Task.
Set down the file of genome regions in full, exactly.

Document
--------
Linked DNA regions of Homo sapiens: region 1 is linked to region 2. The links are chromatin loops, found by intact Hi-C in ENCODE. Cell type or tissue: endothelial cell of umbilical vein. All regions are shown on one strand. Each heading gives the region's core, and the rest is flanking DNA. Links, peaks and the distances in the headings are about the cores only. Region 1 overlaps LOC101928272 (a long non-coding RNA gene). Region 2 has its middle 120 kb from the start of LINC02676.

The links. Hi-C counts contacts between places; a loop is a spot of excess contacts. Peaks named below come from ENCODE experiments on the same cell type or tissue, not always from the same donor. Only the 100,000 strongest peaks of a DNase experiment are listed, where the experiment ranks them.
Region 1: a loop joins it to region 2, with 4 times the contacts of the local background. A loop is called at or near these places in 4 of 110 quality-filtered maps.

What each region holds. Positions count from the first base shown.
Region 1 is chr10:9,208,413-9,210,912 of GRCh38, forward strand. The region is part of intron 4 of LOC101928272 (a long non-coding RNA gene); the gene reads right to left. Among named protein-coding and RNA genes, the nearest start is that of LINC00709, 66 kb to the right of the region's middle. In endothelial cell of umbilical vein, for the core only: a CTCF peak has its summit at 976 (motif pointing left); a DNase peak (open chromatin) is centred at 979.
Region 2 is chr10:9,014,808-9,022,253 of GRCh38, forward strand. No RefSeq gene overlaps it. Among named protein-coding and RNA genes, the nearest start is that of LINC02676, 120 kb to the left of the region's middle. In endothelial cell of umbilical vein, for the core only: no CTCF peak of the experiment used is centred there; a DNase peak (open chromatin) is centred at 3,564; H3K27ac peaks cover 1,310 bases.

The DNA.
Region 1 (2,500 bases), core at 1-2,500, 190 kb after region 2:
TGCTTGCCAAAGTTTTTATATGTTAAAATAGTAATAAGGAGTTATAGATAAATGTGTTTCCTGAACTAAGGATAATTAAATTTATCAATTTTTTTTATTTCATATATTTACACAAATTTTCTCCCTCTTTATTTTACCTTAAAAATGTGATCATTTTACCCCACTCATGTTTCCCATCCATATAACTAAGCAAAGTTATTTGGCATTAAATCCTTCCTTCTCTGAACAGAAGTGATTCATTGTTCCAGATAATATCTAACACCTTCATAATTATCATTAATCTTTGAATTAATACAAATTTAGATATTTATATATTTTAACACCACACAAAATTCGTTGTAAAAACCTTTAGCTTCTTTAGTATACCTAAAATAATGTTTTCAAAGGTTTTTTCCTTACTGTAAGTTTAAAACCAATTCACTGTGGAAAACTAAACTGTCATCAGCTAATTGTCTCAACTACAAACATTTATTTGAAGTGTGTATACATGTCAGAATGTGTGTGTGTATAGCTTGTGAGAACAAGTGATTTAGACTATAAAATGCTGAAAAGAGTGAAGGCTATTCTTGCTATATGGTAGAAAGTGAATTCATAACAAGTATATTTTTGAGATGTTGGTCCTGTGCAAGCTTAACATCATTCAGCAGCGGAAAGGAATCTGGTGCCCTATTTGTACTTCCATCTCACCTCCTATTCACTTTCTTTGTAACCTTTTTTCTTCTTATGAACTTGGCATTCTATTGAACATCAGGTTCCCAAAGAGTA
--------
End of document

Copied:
Linked DNA regions of Homo sapiens: region 1 is linked to region 2. The links are chromatin loops, found by intact Hi-C in ENCODE. Cell type or tissue: endothelial cell of umbilical vein. All regions are shown on one strand. Each heading gives the region's core, and the rest is flanking DNA. Links, peaks and the distances in the headings are about the cores only. Region 1 overlaps LOC101928272 (a long non-coding RNA gene). Region 2 has its middle 120 kb from the start of LINC02676.

The links. Hi-C counts contacts between places; a loop is a spot of excess contacts. Peaks named below come from ENCODE experiments on the same cell type or tissue, not always from the same donor. Only the 100,000 strongest peaks of a DNase experiment are listed, where the experiment ranks them.
Region 1: a loop joins it to region 2, with 4 times the contacts of the local background. A loop is called at or near these places in 4 of 110 quality-filtered maps.

What each region holds. Positions count from the first base shown.
Region 1 is chr10:9,208,413-9,210,912 of GRCh38, forward strand. The region is part of intron 4 of LOC101928272 (a long non-coding RNA gene); the gene reads right to left. Among named protein-coding and RNA genes, the nearest start is that of LINC00709, 66 kb to the right of the region's middle. In endothelial cell of umbilical vein, for the core only: a CTCF peak has its summit at 976 (motif pointing left); a DNase peak (open chromatin) is centred at 979.
Region 2 is chr10:9,014,808-9,022,253 of GRCh38, forward strand. No RefSeq gene overlaps it. Among named protein-coding and RNA genes, the nearest start is that of LINC02676, 120 kb to the left of the region's middle. In endothelial cell of umbilical vein, for the core only: no CTCF peak of the experiment used is centred there; a DNase peak (open chromatin) is centred at 3,564; H3K27ac peaks cover 1,310 bases.

The DNA.
Region 1 (2,500 bases), core at 1-2,500, 190 kb after region 2:
TGCTTGCCAAAGTTTTTATATGTTAAAATAGTAATAAGGAGTTATAGATAAATGTGTTTCCTGAACTAAGGATAATTAAATTTATCAATTTTTTTTATTTCATATATTTACACAAATTTTCTCCCTCTTTATTTTACCTTAAAAATGTGATCATTTTACCCCACTCATGTTTCCCATCCATATAACTAAGCAAAGTTATTTGGCATTAAATCCTTCCTTCTCTGAACAGAAGTGATTCATTGTTCCAGATAATATCTAACACCTTCATAATTATCATTAATCTTTGAATTAATACAAATTTAGATATTTATATATTTTAACACCACACAAAATTCGTTGTAAAAACCTTTAGCTTCTTTAGTATACCTAAAATAATGTTTTCAAAGGTTTTTTCCTTACTGTAAGTTTAAAACCAATTCACTGTGGAAAACTAAACTGTCATCAGCTAATTGTCTCAACTACAAACATTTATTTGAAGTGTGTATACATGTCAGAATGTGTGTGTGTATAGCTTGTGAGAACAAGTGATTTAGACTATAAAATGCTGAAAAGAGTGAAGGCTATTCTTGCTATATGGTAGAAAGTGAATTCATAACAAGTATATTTTTGAGATGTTGGTCCTGTGCAAGCTTAACATCATTCAGCAGCGGAAAGGAATCTGGTGCCCTATTTGTACTTCCATCTCACCTCCTATTCACTTTCTTTGTAACCTTTTTTCTTCTTATGAACTTGGCATTCTATTGAACATCAGGTTCCCAAAGAGTA